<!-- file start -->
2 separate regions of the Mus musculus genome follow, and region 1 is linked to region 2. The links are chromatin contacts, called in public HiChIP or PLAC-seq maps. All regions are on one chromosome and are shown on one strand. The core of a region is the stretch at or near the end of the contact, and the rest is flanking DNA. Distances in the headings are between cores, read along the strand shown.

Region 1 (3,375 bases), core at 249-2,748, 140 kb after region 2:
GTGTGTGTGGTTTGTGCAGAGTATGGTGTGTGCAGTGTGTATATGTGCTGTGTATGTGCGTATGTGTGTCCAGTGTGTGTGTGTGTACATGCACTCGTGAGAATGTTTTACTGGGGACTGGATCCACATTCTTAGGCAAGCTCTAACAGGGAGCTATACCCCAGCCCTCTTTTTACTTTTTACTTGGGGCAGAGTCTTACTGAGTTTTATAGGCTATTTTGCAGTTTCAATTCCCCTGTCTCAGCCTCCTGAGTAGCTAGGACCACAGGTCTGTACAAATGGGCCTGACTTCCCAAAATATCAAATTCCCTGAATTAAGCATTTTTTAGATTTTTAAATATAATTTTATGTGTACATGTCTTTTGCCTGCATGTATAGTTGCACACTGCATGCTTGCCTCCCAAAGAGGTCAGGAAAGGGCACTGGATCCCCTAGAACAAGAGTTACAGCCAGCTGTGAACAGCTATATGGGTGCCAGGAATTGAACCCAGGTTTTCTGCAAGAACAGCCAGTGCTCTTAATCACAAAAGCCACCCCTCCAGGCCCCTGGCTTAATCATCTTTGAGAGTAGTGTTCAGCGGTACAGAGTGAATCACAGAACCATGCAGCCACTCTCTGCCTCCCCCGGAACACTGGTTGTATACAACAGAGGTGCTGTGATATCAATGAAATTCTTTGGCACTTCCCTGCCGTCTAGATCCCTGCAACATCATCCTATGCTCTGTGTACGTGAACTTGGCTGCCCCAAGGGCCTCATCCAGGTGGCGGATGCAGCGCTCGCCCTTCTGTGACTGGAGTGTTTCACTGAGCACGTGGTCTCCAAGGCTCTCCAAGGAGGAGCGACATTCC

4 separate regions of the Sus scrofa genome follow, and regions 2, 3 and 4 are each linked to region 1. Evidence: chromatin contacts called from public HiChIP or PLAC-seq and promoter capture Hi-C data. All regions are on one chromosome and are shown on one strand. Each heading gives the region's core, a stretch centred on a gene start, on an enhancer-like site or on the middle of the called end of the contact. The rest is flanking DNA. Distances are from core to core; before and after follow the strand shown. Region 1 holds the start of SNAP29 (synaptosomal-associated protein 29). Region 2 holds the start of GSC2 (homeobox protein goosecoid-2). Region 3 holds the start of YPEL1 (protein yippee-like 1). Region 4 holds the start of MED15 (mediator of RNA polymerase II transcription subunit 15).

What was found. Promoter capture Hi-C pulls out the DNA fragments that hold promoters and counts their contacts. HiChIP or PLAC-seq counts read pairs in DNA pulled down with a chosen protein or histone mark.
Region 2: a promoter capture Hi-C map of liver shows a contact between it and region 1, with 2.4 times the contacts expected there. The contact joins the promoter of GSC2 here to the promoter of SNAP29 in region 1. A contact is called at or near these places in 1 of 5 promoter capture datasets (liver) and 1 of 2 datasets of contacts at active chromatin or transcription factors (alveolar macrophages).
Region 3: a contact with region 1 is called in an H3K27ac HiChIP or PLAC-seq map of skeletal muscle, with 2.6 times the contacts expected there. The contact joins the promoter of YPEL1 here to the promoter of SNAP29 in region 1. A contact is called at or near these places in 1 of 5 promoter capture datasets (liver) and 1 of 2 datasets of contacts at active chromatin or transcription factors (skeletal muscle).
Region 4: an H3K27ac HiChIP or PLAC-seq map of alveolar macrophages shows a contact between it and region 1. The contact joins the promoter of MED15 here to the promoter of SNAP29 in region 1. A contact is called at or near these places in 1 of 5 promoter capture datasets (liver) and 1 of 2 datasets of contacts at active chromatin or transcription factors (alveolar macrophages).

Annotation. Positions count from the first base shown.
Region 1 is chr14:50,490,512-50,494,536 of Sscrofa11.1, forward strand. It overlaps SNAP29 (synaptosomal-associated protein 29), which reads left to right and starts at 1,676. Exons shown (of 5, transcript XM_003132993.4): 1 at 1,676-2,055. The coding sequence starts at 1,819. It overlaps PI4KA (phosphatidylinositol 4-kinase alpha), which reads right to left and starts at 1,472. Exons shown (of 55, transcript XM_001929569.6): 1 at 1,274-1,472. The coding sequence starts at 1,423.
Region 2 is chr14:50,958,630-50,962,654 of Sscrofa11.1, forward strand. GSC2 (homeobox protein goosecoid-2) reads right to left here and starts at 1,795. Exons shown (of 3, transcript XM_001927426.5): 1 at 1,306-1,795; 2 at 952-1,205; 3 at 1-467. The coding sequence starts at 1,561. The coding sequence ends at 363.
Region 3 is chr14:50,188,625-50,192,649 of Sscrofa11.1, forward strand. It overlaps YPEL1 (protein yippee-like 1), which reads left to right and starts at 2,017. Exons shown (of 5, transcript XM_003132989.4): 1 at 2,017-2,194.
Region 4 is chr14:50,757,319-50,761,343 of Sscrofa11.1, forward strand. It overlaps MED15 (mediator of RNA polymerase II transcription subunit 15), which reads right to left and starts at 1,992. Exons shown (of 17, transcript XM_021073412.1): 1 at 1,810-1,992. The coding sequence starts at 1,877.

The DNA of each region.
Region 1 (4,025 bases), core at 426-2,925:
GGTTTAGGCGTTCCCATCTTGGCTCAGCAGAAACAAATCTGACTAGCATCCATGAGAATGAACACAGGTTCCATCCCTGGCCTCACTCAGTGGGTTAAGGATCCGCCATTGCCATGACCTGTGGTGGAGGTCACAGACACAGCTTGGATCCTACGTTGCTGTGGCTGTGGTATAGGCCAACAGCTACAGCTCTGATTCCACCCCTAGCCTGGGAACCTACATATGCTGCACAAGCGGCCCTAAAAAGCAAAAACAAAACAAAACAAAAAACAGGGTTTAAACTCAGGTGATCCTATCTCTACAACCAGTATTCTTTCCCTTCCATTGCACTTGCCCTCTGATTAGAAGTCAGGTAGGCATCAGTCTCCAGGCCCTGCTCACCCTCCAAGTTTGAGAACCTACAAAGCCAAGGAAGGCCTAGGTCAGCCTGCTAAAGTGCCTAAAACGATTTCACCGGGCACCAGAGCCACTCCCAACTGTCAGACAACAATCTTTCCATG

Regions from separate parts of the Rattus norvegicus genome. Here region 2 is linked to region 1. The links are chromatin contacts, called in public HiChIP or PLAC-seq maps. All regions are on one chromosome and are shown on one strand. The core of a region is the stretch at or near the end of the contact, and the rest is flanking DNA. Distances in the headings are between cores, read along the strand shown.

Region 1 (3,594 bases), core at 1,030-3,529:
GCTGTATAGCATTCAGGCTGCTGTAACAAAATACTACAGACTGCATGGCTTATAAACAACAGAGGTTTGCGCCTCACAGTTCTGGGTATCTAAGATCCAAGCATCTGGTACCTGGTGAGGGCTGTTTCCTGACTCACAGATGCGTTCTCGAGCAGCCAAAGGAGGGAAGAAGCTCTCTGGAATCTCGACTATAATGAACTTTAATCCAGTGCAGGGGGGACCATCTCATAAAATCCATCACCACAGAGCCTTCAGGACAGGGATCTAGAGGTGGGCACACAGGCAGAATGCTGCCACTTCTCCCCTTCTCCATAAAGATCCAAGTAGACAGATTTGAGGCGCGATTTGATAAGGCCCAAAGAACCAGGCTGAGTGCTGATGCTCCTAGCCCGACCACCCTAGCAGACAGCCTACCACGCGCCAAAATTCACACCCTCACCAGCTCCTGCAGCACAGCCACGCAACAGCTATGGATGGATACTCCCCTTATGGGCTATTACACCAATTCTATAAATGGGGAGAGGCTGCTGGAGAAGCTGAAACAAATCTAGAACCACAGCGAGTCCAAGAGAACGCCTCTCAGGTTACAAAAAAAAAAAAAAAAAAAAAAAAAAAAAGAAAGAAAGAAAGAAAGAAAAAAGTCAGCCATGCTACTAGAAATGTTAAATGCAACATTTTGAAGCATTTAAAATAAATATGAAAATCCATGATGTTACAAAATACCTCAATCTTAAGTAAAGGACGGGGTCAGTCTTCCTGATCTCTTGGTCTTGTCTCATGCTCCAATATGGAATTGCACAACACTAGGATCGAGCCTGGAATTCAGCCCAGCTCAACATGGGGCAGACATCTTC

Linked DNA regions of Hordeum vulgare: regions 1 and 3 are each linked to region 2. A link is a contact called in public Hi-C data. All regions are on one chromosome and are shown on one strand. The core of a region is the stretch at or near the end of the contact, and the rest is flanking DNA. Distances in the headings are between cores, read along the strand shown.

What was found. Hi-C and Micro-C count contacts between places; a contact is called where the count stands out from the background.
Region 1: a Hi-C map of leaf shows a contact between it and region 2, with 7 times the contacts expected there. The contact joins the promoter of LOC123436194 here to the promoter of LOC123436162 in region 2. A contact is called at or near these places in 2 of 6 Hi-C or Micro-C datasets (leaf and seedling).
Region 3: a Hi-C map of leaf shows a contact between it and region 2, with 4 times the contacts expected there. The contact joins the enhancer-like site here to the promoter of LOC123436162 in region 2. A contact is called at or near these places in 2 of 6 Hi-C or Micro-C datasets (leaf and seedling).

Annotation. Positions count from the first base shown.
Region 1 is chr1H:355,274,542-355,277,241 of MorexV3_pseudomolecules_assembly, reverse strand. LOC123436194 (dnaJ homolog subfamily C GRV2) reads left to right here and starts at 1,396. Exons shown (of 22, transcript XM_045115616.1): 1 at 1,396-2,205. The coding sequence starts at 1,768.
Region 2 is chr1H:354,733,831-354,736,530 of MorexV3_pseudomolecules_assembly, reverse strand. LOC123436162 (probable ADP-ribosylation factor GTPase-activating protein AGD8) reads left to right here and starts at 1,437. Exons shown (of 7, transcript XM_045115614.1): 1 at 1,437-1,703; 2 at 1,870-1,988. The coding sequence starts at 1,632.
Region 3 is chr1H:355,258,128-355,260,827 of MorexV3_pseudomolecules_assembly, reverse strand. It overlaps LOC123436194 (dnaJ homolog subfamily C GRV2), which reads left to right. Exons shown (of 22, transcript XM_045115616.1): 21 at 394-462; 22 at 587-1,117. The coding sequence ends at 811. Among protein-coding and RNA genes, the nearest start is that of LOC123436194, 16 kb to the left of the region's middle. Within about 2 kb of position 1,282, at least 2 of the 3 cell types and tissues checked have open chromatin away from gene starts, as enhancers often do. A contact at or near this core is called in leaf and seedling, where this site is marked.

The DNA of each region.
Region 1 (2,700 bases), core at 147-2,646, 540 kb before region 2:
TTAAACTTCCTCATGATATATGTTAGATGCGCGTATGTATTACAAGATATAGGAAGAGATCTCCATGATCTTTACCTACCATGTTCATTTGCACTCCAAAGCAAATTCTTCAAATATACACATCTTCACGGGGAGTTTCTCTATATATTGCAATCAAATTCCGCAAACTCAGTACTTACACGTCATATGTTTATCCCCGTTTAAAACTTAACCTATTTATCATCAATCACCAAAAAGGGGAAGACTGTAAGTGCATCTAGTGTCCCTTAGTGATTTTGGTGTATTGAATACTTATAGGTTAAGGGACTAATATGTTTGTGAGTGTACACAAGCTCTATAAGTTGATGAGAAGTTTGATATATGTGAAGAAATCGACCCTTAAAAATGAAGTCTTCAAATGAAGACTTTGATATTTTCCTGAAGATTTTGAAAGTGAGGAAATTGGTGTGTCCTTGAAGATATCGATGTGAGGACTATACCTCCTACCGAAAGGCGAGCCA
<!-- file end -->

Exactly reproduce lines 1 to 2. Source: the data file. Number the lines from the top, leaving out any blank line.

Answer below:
2 separate regions of the Mus musculus genome follow, and region 1 is linked to region 2. The links are chromatin contacts, called in public HiChIP or PLAC-seq maps. All regions are on one chromosome and are shown on one strand. The core of a region is the stretch at or near the end of the contact, and the rest is flanking DNA. Distances in the headings are between cores, read along the strand shown.

Region 1 (3,375 bases), core at 249-2,748, 140 kb after region 2: